AT&T: The drop problem is also in a small, small part down to AT&T's 3G network topology. Nowhere near as bad as the old iPhone problem of congesting the signalling channels, this is simply due to the fact that 3G signals are way more sensitive to received signal strength. When you hold it the wrong way not only does the handset not heat the base station well (showing fewer bars on the phone) but it is the network that cannot hear the iPhone that causes the call drops as your entire hand and arm are radiating instead of the antenna. When you broadly detune the antenna with your hand the lower powered 3G signal is simply too feint and distorted to be heard by the base station. It does explain why the locations where the issues appear are random and seemingly not related in all cases to the downlink signal strength shown on the handset. RF signals are like that.
Cannot admit: The issue clearly isn't all to do with AT&T and they blamed them the last time with the 3GS.

more than 4 years ago

Testing and Mapping a Cellular Data Network?

BodeNGE Howto (114 comments)

There are three sets of tests you need to run at each location, or along each drive route. That means three runs along the same route, or three cards. All can be scripted in dos or Linux. From simplest to most complex they are:

1) Ping Test. A simple ping to the nearest visible IP address, usually the GGSN, will give you the round trip time for a session in progress. You are looking for the variability. A simple ping -t command for a few minutes and plot the results in excel. You can vary the packet size, but the two tests below give a more accurate test for throughput. Protip: if you want to measure radio channel activation time too then you need to know a few network parameters, specifically the radio TBF timers. You would only do one ping at an interval greater than the timer so that each new ping needs a new radio resource allocation request. The round trip times for the first ping will always be longer, and recording variability in the allocation requests is useful if you are the network, not so much for users.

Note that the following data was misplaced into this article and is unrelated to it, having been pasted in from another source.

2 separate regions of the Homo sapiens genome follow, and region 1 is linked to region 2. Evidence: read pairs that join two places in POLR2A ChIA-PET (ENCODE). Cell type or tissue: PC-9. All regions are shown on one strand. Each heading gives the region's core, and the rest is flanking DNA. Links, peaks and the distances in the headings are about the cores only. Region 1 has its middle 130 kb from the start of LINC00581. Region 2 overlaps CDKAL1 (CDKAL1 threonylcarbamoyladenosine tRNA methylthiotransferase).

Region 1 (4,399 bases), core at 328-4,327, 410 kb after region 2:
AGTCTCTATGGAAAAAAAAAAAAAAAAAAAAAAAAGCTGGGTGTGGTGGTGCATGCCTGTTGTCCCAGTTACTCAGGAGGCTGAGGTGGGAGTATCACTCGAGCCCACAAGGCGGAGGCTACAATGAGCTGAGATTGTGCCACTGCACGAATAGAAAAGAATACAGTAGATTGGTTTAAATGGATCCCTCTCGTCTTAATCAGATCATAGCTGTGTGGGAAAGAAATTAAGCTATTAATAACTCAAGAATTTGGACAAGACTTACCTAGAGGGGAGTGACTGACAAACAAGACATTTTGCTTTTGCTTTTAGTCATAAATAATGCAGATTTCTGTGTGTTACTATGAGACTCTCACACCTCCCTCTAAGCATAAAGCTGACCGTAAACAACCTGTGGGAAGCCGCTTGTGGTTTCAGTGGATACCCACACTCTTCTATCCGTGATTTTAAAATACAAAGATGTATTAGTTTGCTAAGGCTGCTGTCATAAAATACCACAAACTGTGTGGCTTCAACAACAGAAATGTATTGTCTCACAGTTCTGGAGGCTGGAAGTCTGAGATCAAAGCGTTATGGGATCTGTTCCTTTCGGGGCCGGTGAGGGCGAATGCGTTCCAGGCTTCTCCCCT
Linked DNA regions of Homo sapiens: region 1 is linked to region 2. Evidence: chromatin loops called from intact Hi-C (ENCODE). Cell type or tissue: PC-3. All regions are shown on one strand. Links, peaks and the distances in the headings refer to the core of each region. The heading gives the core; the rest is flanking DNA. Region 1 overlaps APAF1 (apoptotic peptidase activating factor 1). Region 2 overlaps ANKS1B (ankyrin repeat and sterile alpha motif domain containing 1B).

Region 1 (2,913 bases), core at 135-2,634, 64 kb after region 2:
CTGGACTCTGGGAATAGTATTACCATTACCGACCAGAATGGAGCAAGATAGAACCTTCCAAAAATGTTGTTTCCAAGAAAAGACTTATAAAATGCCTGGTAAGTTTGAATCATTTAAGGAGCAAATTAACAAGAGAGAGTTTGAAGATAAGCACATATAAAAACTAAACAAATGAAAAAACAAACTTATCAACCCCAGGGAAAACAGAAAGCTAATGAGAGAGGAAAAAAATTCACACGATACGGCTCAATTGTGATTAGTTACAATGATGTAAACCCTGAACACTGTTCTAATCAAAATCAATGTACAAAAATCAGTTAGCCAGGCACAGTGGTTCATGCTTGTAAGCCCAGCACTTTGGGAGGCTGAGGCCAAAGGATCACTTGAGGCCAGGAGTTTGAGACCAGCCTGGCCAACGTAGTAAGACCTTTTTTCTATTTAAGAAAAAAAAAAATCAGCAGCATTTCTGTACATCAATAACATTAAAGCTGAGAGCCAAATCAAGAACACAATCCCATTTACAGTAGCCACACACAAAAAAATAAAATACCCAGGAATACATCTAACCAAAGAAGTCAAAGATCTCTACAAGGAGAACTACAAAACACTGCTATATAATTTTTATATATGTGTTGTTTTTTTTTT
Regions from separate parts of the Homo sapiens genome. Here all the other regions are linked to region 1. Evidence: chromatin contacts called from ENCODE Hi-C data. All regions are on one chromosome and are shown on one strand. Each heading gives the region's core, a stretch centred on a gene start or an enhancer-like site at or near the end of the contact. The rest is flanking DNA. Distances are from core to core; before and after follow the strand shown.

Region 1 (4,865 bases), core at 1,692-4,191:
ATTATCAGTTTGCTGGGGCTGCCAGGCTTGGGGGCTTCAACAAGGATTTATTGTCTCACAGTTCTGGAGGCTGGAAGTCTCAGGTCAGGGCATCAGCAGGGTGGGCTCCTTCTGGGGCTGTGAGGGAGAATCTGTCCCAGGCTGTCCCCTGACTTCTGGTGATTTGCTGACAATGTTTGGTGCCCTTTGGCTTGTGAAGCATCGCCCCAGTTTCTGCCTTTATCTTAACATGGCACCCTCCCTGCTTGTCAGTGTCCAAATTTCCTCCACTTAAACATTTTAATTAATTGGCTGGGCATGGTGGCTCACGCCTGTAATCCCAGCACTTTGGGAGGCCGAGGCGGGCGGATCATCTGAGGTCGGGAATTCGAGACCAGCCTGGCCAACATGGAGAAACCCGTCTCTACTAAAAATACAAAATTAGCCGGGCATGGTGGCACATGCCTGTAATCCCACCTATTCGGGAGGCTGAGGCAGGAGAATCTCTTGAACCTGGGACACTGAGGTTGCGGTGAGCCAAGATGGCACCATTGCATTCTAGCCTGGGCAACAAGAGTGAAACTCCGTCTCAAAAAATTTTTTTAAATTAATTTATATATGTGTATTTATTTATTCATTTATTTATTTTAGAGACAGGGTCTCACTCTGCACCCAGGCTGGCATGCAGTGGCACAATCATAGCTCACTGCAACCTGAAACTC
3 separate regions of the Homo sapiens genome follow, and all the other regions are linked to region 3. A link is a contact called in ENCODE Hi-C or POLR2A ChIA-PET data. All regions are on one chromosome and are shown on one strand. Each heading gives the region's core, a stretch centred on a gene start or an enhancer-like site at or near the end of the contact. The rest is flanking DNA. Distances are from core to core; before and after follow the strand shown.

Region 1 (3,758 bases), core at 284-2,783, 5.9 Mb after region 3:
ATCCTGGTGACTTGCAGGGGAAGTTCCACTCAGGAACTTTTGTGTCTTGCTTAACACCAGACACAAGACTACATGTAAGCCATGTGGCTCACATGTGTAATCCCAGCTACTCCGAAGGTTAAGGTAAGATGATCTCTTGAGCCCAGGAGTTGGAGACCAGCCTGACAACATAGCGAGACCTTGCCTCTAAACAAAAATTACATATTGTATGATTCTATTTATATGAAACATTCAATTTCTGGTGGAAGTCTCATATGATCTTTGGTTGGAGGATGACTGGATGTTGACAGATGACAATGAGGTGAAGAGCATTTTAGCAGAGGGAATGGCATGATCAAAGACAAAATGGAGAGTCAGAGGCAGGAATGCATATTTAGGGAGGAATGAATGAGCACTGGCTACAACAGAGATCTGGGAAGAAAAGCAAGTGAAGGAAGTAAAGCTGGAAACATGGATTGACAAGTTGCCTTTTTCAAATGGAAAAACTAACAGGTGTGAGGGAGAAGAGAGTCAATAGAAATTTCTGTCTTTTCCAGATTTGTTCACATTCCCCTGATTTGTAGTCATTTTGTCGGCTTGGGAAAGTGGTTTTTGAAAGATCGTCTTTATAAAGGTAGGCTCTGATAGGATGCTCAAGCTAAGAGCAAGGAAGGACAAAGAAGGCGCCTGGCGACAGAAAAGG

2) TCP Test. Use an FTP session download a file of known size to get the actual time taken. Then you need to upload that file back to a separate directory and compare the two (or just see if it opens). You actually have to do the math to get the bits per second, neither the windows or Linux native clients show it correctly. bps = bytes_recieved * 8 / seconds. Protip: you need to test several file sizes to get an accurate picture. I'd suggest one run would up/download several 300k and 1Mb files and one 10Mb file. To complete the test in the field you do need to check the upload is successful using a terminal session, but remember not to have the session open using the test equipment as it will bias the test.

3) UDP Test. For assessing the actual performance of the radio network itself the only test that has any relevance is a unidirectional UDP stream because the radio resources are allocated unidirectionally and have asymmetric speeds. TCP is not a test of the radio network itself as the uplink channel causes throttling on the downlink due to the slower uplink. You need a utility that sends UDP packets of a certain size, and a utility to receive them. Ideally the packets have sequentially numbered content because what you are looking for is out-of-sequence delivery. You measure the bandwidth by sending a known number of packets of a known size and simply subtract the timestamps from the client to get the duration. This has to be tested separately on the uplink and the downlink. To instigate the downlink stream you again need a remote session, ideally not using the test equipment.

more than 4 years ago

Asus Planning Netbook With Slot-In Mobile Phone

BodeNGE Touchpad (75 comments)

I could see how this would work if the PDA's screen was used as a touchpad when docked to the laptop (although the laptop would be a bit useless on its own without the phone. Perhaps as a secondary display it would be OK?